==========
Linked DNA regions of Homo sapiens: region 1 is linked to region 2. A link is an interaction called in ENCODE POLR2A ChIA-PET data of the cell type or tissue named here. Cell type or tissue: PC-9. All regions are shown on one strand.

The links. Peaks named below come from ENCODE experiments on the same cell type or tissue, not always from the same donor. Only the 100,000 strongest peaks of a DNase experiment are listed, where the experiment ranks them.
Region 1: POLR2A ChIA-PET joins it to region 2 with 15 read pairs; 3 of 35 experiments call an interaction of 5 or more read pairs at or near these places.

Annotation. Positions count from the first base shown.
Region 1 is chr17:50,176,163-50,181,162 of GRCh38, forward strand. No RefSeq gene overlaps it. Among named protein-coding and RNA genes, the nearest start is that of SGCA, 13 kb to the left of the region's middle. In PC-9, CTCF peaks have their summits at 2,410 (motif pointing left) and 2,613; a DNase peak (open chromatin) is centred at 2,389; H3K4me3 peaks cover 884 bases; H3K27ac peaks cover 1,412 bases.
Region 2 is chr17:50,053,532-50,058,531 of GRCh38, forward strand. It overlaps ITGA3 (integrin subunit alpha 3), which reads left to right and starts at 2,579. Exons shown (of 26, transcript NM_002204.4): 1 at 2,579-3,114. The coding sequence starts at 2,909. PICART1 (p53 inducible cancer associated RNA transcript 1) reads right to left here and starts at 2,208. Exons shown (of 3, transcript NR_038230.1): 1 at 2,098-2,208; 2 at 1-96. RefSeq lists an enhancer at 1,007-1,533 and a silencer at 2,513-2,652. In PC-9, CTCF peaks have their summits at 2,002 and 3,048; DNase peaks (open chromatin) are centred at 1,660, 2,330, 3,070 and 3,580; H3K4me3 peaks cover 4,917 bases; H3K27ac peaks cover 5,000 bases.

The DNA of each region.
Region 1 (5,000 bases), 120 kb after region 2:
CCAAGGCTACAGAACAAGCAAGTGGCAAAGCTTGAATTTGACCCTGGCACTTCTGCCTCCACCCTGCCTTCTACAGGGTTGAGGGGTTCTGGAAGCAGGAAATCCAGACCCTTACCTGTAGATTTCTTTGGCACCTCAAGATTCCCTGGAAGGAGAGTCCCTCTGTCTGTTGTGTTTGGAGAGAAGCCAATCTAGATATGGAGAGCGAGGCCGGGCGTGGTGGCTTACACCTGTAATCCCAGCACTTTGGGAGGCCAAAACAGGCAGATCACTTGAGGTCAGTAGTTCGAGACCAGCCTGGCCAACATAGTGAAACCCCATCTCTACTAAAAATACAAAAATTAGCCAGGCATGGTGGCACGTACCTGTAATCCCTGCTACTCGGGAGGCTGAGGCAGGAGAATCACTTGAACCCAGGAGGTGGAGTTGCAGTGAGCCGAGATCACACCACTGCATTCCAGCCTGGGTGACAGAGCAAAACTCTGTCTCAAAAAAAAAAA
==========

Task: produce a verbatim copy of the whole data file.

Linked DNA regions of Homo sapiens: region 1 is linked to region 2. A link is an interaction called in ENCODE POLR2A ChIA-PET data of the cell type or tissue named here. Cell type or tissue: PC-9. All regions are shown on one strand.

The links. Peaks named below come from ENCODE experiments on the same cell type or tissue, not always from the same donor. Only the 100,000 strongest peaks of a DNase experiment are listed, where the experiment ranks them.
Region 1: POLR2A ChIA-PET joins it to region 2 with 15 read pairs; 3 of 35 experiments call an interaction of 5 or more read pairs at or near these places.

Annotation. Positions count from the first base shown.
Region 1 is chr17:50,176,163-50,181,162 of GRCh38, forward strand. No RefSeq gene overlaps it. Among named protein-coding and RNA genes, the nearest start is that of SGCA, 13 kb to the left of the region's middle. In PC-9, CTCF peaks have their summits at 2,410 (motif pointing left) and 2,613; a DNase peak (open chromatin) is centred at 2,389; H3K4me3 peaks cover 884 bases; H3K27ac peaks cover 1,412 bases.
Region 2 is chr17:50,053,532-50,058,531 of GRCh38, forward strand. It overlaps ITGA3 (integrin subunit alpha 3), which reads left to right and starts at 2,579. Exons shown (of 26, transcript NM_002204.4): 1 at 2,579-3,114. The coding sequence starts at 2,909. PICART1 (p53 inducible cancer associated RNA transcript 1) reads right to left here and starts at 2,208. Exons shown (of 3, transcript NR_038230.1): 1 at 2,098-2,208; 2 at 1-96. RefSeq lists an enhancer at 1,007-1,533 and a silencer at 2,513-2,652. In PC-9, CTCF peaks have their summits at 2,002 and 3,048; DNase peaks (open chromatin) are centred at 1,660, 2,330, 3,070 and 3,580; H3K4me3 peaks cover 4,917 bases; H3K27ac peaks cover 5,000 bases.

The DNA of each region.
Region 1 (5,000 bases), 120 kb after region 2:
CCAAGGCTACAGAACAAGCAAGTGGCAAAGCTTGAATTTGACCCTGGCACTTCTGCCTCCACCCTGCCTTCTACAGGGTTGAGGGGTTCTGGAAGCAGGAAATCCAGACCCTTACCTGTAGATTTCTTTGGCACCTCAAGATTCCCTGGAAGGAGAGTCCCTCTGTCTGTTGTGTTTGGAGAGAAGCCAATCTAGATATGGAGAGCGAGGCCGGGCGTGGTGGCTTACACCTGTAATCCCAGCACTTTGGGAGGCCAAAACAGGCAGATCACTTGAGGTCAGTAGTTCGAGACCAGCCTGGCCAACATAGTGAAACCCCATCTCTACTAAAAATACAAAAATTAGCCAGGCATGGTGGCACGTACCTGTAATCCCTGCTACTCGGGAGGCTGAGGCAGGAGAATCACTTGAACCCAGGAGGTGGAGTTGCAGTGAGCCGAGATCACACCACTGCATTCCAGCCTGGGTGACAGAGCAAAACTCTGTCTCAAAAAAAAAAA